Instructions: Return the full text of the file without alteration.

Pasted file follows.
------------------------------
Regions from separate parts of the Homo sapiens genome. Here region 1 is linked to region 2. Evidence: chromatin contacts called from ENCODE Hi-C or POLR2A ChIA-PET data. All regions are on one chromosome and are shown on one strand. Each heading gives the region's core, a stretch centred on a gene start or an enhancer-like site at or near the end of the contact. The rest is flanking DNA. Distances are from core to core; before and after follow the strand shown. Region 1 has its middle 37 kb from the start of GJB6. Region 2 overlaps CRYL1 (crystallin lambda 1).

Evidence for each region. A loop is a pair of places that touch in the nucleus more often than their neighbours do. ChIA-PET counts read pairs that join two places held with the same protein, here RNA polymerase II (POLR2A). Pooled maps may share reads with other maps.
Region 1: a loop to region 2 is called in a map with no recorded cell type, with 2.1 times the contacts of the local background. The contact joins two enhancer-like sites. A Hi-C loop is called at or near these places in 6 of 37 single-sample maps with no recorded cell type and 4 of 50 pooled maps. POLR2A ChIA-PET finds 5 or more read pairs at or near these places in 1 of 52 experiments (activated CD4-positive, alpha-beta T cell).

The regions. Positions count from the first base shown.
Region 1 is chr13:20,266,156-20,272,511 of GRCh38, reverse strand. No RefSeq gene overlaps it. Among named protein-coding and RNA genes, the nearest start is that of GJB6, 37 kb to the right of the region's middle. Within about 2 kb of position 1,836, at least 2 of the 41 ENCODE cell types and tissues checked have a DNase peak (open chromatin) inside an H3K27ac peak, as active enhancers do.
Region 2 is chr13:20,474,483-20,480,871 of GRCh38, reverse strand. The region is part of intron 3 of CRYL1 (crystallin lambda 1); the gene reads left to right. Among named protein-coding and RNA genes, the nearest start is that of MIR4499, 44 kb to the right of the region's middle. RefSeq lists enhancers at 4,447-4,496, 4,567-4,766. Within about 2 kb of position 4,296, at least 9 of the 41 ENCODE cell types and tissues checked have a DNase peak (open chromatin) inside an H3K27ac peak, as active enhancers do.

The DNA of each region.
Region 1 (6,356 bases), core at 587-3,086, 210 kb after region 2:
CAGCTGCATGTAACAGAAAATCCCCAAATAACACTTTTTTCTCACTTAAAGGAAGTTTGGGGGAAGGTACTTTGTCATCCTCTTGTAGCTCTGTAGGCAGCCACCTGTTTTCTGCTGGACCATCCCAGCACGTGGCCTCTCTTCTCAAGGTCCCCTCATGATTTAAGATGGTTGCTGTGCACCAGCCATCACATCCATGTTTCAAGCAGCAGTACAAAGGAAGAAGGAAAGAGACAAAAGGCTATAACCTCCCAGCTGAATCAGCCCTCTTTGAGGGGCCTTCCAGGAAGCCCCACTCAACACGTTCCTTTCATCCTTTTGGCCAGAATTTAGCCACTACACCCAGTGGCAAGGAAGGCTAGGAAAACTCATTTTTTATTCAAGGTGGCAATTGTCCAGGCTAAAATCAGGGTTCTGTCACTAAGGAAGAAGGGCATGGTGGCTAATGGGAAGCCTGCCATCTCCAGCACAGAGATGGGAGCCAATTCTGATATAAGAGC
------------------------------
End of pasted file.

Regions from separate parts of the Homo sapiens genome. Here region 1 is linked to region 2. Evidence: chromatin contacts called from ENCODE Hi-C or POLR2A ChIA-PET data. All regions are on one chromosome and are shown on one strand. Each heading gives the region's core, a stretch centred on a gene start or an enhancer-like site at or near the end of the contact. The rest is flanking DNA. Distances are from core to core; before and after follow the strand shown. Region 1 has its middle 37 kb from the start of GJB6. Region 2 overlaps CRYL1 (crystallin lambda 1).

Evidence for each region. A loop is a pair of places that touch in the nucleus more often than their neighbours do. ChIA-PET counts read pairs that join two places held with the same protein, here RNA polymerase II (POLR2A). Pooled maps may share reads with other maps.
Region 1: a loop to region 2 is called in a map with no recorded cell type, with 2.1 times the contacts of the local background. The contact joins two enhancer-like sites. A Hi-C loop is called at or near these places in 6 of 37 single-sample maps with no recorded cell type and 4 of 50 pooled maps. POLR2A ChIA-PET finds 5 or more read pairs at or near these places in 1 of 52 experiments (activated CD4-positive, alpha-beta T cell).

The regions. Positions count from the first base shown.
Region 1 is chr13:20,266,156-20,272,511 of GRCh38, reverse strand. No RefSeq gene overlaps it. Among named protein-coding and RNA genes, the nearest start is that of GJB6, 37 kb to the right of the region's middle. Within about 2 kb of position 1,836, at least 2 of the 41 ENCODE cell types and tissues checked have a DNase peak (open chromatin) inside an H3K27ac peak, as active enhancers do.
Region 2 is chr13:20,474,483-20,480,871 of GRCh38, reverse strand. The region is part of intron 3 of CRYL1 (crystallin lambda 1); the gene reads left to right. Among named protein-coding and RNA genes, the nearest start is that of MIR4499, 44 kb to the right of the region's middle. RefSeq lists enhancers at 4,447-4,496, 4,567-4,766. Within about 2 kb of position 4,296, at least 9 of the 41 ENCODE cell types and tissues checked have a DNase peak (open chromatin) inside an H3K27ac peak, as active enhancers do.

The DNA of each region.
Region 1 (6,356 bases), core at 587-3,086, 210 kb after region 2:
CAGCTGCATGTAACAGAAAATCCCCAAATAACACTTTTTTCTCACTTAAAGGAAGTTTGGGGGAAGGTACTTTGTCATCCTCTTGTAGCTCTGTAGGCAGCCACCTGTTTTCTGCTGGACCATCCCAGCACGTGGCCTCTCTTCTCAAGGTCCCCTCATGATTTAAGATGGTTGCTGTGCACCAGCCATCACATCCATGTTTCAAGCAGCAGTACAAAGGAAGAAGGAAAGAGACAAAAGGCTATAACCTCCCAGCTGAATCAGCCCTCTTTGAGGGGCCTTCCAGGAAGCCCCACTCAACACGTTCCTTTCATCCTTTTGGCCAGAATTTAGCCACTACACCCAGTGGCAAGGAAGGCTAGGAAAACTCATTTTTTATTCAAGGTGGCAATTGTCCAGGCTAAAATCAGGGTTCTGTCACTAAGGAAGAAGGGCATGGTGGCTAATGGGAAGCCTGCCATCTCCAGCACAGAGATGGGAGCCAATTCTGATATAAGAGC